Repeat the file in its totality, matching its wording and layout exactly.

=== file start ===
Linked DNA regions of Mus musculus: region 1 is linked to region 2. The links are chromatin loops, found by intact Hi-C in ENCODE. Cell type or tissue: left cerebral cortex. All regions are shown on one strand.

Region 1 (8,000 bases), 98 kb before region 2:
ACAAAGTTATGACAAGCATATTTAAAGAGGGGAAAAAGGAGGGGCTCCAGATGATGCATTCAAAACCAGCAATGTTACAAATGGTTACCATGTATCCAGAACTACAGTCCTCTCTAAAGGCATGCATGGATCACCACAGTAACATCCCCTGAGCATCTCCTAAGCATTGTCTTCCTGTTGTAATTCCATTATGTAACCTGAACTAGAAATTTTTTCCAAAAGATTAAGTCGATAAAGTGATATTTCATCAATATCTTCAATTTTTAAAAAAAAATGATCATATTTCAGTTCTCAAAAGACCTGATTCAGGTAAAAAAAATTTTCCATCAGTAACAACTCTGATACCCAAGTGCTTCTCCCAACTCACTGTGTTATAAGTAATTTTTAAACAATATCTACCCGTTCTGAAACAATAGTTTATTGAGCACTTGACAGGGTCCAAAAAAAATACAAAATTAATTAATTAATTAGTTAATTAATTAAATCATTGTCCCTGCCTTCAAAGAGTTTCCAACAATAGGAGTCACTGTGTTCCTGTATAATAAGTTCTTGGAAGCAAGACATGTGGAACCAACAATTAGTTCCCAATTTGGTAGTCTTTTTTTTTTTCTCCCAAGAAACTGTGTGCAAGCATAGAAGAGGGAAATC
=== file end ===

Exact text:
Linked DNA regions of Mus musculus: region 1 is linked to region 2. The links are chromatin loops, found by intact Hi-C in ENCODE. Cell type or tissue: left cerebral cortex. All regions are shown on one strand.

Region 1 (8,000 bases), 98 kb before region 2:
ACAAAGTTATGACAAGCATATTTAAAGAGGGGAAAAAGGAGGGGCTCCAGATGATGCATTCAAAACCAGCAATGTTACAAATGGTTACCATGTATCCAGAACTACAGTCCTCTCTAAAGGCATGCATGGATCACCACAGTAACATCCCCTGAGCATCTCCTAAGCATTGTCTTCCTGTTGTAATTCCATTATGTAACCTGAACTAGAAATTTTTTCCAAAAGATTAAGTCGATAAAGTGATATTTCATCAATATCTTCAATTTTTAAAAAAAAATGATCATATTTCAGTTCTCAAAAGACCTGATTCAGGTAAAAAAAATTTTCCATCAGTAACAACTCTGATACCCAAGTGCTTCTCCCAACTCACTGTGTTATAAGTAATTTTTAAACAATATCTACCCGTTCTGAAACAATAGTTTATTGAGCACTTGACAGGGTCCAAAAAAAATACAAAATTAATTAATTAATTAGTTAATTAATTAAATCATTGTCCCTGCCTTCAAAGAGTTTCCAACAATAGGAGTCACTGTGTTCCTGTATAATAAGTTCTTGGAAGCAAGACATGTGGAACCAACAATTAGTTCCCAATTTGGTAGTCTTTTTTTTTTTCTCCCAAGAAACTGTGTGCAAGCATAGAAGAGGGAAATC